By Jiye Son
Many professionals in the STEM field are great with technical skills, but often we lack the soft skills to communicate and express our talents to draw attention to ourselves. We work endlessly in labs to produce more results, and yet when it comes to flaunting those hard-earned accomplishments, we can sometimes feel bashful and uncomfortable.
As such, when it comes time to look for a job after successfully completing a Ph.D., we struggle to sell ourselves as well-rounded and attractive employee candidates. Likewise, many startups with innovative technologies still struggle to represent themselves as groundbreaking and profitable companies to attract future investors. So how can we build our communication and soft skills to get noticed and liked by employers, and persuade companies to invest in us?
In collaboration with NYC SciComm, CUNY ASRC NanoFab, and NYC Futureworks, we had the pleasure of hosting a workshop featuring Dandan Zhu, the founding CEO of Dandan Global. As a seasoned headhunter, Dandan worked with life sciences venture capital firms, Fortune 500, and startups to connect talented employers with future employees. In this workshop, Dandan taught us her methodology on how to self-promote using personable sales skills and shared her perspective as a headhunter on the job search process.
Dandan’s energy and charisma are positively contagious, and definitely inspired me to bring out my confidence to promote myself as an intelligent and charismatic scientist!
Here are some tips that I personally enjoyed:
1.Use all possible outlets to highlight your accomplishments and don’t be humble about them. When describing your previous or current position, say what your achievements are in those roles instead of listing your duties or responsibilities. This applies to your social media, resume, and intro email. Social media, especially LinkedIn, is a great place to make yourself accessible to prospective employers, investors, or even headhunters that want to tell you about open positions. Tune into Dandan’s Daily DANDAN podcast on more about selling yourself here.
2. Put yourself forward and network with everyone. Don’t limit yourself to people you have been introduced to or with whom you have common affiliations. Reach out and introduce yourself to strangers in your field. However, when expanding your network in person or online, don’t ask the person for a job or to invest in you. Not only will you make them feel awkward and pressured, they most likely can’t offer you anything. Instead, just open up a dialogue to discuss mutual technical interests and leave a positive impression so that if an opportunity does arise they could refer you or even recommend you for a position.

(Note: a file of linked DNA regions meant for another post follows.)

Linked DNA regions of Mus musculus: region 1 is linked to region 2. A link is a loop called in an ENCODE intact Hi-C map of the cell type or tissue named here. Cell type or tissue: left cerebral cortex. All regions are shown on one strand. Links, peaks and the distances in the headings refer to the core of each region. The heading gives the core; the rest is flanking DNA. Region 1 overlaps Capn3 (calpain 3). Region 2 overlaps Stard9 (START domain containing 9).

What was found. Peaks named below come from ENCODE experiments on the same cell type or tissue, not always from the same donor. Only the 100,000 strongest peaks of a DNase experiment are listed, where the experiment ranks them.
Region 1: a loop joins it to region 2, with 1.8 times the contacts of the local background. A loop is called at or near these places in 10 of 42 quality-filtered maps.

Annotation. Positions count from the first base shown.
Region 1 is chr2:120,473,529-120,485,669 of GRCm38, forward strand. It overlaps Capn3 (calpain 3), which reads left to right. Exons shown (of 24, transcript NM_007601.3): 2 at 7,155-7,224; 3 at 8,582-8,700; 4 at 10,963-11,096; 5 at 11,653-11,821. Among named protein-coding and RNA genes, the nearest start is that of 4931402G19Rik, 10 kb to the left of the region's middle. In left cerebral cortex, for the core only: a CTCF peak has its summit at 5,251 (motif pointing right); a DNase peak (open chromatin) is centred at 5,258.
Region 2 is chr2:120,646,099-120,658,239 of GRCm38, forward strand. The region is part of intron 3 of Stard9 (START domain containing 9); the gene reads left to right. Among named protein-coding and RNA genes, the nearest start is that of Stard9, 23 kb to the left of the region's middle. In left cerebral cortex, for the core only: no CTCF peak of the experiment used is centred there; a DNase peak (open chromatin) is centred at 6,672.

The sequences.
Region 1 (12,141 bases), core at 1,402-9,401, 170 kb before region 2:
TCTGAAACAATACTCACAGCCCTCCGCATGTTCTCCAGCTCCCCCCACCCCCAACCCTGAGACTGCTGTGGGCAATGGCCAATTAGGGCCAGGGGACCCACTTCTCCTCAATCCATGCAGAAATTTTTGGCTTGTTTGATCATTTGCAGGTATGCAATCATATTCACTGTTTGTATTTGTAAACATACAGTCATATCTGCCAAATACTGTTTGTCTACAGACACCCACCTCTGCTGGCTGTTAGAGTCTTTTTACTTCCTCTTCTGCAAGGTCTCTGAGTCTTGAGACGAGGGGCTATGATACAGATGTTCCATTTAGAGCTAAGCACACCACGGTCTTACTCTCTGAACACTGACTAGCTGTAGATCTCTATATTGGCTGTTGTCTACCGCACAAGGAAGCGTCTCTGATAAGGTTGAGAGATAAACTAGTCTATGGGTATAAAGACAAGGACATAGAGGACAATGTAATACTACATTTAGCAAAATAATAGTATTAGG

3. Memorize your introduction statement word by word. This will free up your brain space so you can pay attention to the other person’s body language rather than trying to come up with what you want to say. Dandan suggests an average of 1-minute introduction or less depending on your audience.
An introductory statement should be short, eloquent, and prepared. At your interview craft the following statement in advance, and practice speaking it out loud in the mirror to a point where you won’t need your notes! Here is a helpful article on how you can structure your intro statement, which may go something like this: “My name is ROCKSTAR. I am currently TITLE at FIRM. In my current (or last) role I’m working on... As someone who’s passionate about (relevance), I’m interested in learning more about (relevant role context). Thank you for having me here.”
4. Be likable. If you have been called in for an interview/meeting, chances are you’re technically qualified and/or your product is of real interest to the investors. So don’t spend your time reciting your resume or the product profile. Instead, show that you’re a great team player who can get along in the new work environment, or that you have the leadership skills to manage a team or a company. No one wants to work together with a jerk or invest in a company led by poor management. Some tips on how to increase your likeability:
- Ask open questions: Don’t make assumptions or ask closed questions that can be replied in a yes or no format. The more a person replies “no” back to you, the less they will end up liking you. Asking open questions will engage the other person to open up to you.
- Down-speak: End all your phrases in a lower tone, even when asking a question. This will make you seem more assertive and mature, especially if you’re a young female professional. Here’s another Daily DANDAN episode specifically on this topic.
- Sell yourself confidently: Highlight your strengths and passions, and don’t be humble about your accomplishments.
5. Lastly, it’s still a numbers game. The more people you connect with, the more you will increase your chances of being wanted. When you are an attractive candidate or a company, you have more leverage to negotiate your terms. Dandan recommends skipping out on Netflix and instead, create a spreadsheet of all the people you want to reach out to, and don’t be shy to cold call or email them.
The earlier we realize that technical skills are not enough to stand out from the competition, the sooner we can act to self-promote our technical and soft skills. While this can seem like a lot of work (because it is), being proactive early on in our job and investment search will lift the burden of stressing out last minute and create more opportunities.
About the author: Jiye Son is a PhD student studying nanotechnology and materials science at the City University of New York.
Editor: Tristan Fehr